Atsuko Yoshida, 52, a midwife, shares this concern. She explained that mothers today tend to depend on the Internet to gather information and have fewer connections with their local community.

“If these mothers take longer leave, they and their children will be isolated,” Yoshida said. “We need an environment in which children will be raised by many people instead of one parent.”

Fukuzawa at Showa Women’s University said, “The idea that raising children is unconditionally enjoyable and that people can work hard soon after returning from an absence of three years is not realistic.”

Abe also said he has asked corporate leaders to promote more female workers — at least one at each company — to managing or executive positions. But a human resource official at a major trading company said the longer female employees are on child care leave, the lower their chances of becoming integral in the workplace.

Contract or temporary workers do not hold out much hope either over the extension proposal, either. A 2005 legal revision made it possible for fixed-term employees to apply for child care leave if they have worked for more than one year and promise to return afterward.

But a 41-year-old female worker from Saitama said: “It has always been full-time workers who can take child care leave without hesitation. It is more important to eliminate gaps stemming from differences in employment status.”

Opinions among working mothers are divided as to who would be the most affected by Abe’s proposal.

A teacher, 40, from Yokohama who took a two-year leave of absence after giving birth to her second daughter, said, “It was great that I could spend plenty of time with my daughter and I am in favor of (Abe’s call for) extending the term of leave.”

However, a 43-year-old nurse from Setagaya Ward, Tokyo, who took leave for 2½ years after having twin boys, said that “it took time for me to get the feel of things back at office.”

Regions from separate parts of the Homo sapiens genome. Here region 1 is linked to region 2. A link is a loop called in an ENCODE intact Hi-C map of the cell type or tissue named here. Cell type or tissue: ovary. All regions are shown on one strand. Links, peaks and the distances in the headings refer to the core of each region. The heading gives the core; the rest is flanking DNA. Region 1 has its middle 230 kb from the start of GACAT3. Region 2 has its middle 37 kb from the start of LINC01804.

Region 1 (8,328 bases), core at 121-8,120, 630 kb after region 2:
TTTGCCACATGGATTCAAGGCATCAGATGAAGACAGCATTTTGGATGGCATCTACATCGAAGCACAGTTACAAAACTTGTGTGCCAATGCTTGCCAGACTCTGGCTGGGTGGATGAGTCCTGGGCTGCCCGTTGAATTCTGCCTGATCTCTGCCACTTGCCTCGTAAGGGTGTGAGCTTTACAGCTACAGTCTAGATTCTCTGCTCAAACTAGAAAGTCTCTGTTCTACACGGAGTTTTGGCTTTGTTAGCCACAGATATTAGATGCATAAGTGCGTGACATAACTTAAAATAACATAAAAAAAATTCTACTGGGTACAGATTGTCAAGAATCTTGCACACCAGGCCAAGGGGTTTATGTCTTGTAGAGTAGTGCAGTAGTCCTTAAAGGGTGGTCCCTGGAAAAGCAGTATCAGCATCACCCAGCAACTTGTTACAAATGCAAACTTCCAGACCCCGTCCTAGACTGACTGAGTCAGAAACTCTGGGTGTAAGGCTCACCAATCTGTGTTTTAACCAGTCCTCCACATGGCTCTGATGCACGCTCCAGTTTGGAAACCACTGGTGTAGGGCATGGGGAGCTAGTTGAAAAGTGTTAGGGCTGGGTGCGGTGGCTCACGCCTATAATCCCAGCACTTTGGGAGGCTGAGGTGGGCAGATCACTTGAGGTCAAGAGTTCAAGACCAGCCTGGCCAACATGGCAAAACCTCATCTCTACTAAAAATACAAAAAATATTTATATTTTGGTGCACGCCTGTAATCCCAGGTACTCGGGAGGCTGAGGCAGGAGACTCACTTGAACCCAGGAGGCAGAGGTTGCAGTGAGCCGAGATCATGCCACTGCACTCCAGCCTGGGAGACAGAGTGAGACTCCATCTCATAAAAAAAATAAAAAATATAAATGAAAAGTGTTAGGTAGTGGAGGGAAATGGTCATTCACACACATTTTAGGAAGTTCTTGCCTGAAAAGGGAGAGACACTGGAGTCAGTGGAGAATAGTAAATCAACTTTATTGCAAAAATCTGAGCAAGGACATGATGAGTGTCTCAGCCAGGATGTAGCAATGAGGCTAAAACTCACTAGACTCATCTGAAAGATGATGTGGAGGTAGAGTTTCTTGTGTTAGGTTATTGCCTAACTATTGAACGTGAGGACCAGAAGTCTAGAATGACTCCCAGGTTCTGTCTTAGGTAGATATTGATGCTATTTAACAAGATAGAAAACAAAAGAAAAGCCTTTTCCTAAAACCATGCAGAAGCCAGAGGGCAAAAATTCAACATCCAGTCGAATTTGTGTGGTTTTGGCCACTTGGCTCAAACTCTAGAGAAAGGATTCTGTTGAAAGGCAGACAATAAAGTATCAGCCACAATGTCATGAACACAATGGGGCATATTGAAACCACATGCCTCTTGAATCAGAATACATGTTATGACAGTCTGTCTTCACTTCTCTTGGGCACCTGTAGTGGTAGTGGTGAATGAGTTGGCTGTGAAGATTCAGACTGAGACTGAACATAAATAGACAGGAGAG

Meanwhile, a 35-year-old company official said, “For an information technology employee, it is difficult to return to work after an absence of three years and a long time away will also eat away at family budgets.”

Some mothers are also asking that the government allow them to work reduced hours until their children enter the sixth grade or that it improve after-school care services.

  • Spudator

    [Tetsuya] Ando [founder of nonprofit organisation Fathering Japan] said that if the Abe administration is serious about promoting the greater participation of female workers in the nation’s workforce, it should come up with quotas to oblige fathers to take child care leave.

    I think it would be great if dads in Japan were required to share the work of raising very young children with their wives and partners. Not only would it allow men to really bond with their children and become better fathers—and better husbands and partners—but, as Ando states, it would help draw women into the workforce and keep them there.

    Japan needs to do a lot more to achieve equality between men and women and to create a society where girls know they’re valued just as much as boys for their intellects and abilities, and where the sky’s the limit once they’ve graduated from university. Making it normal for parents to split the work of raising children equally between themselves while continuing their respective careers would be a step in the right direction in creating a more balanced society.

    Here’s an interesting article from The Observer about shared childcare in Sweden. I wonder whether we’ll ever see this kind of system in Japan.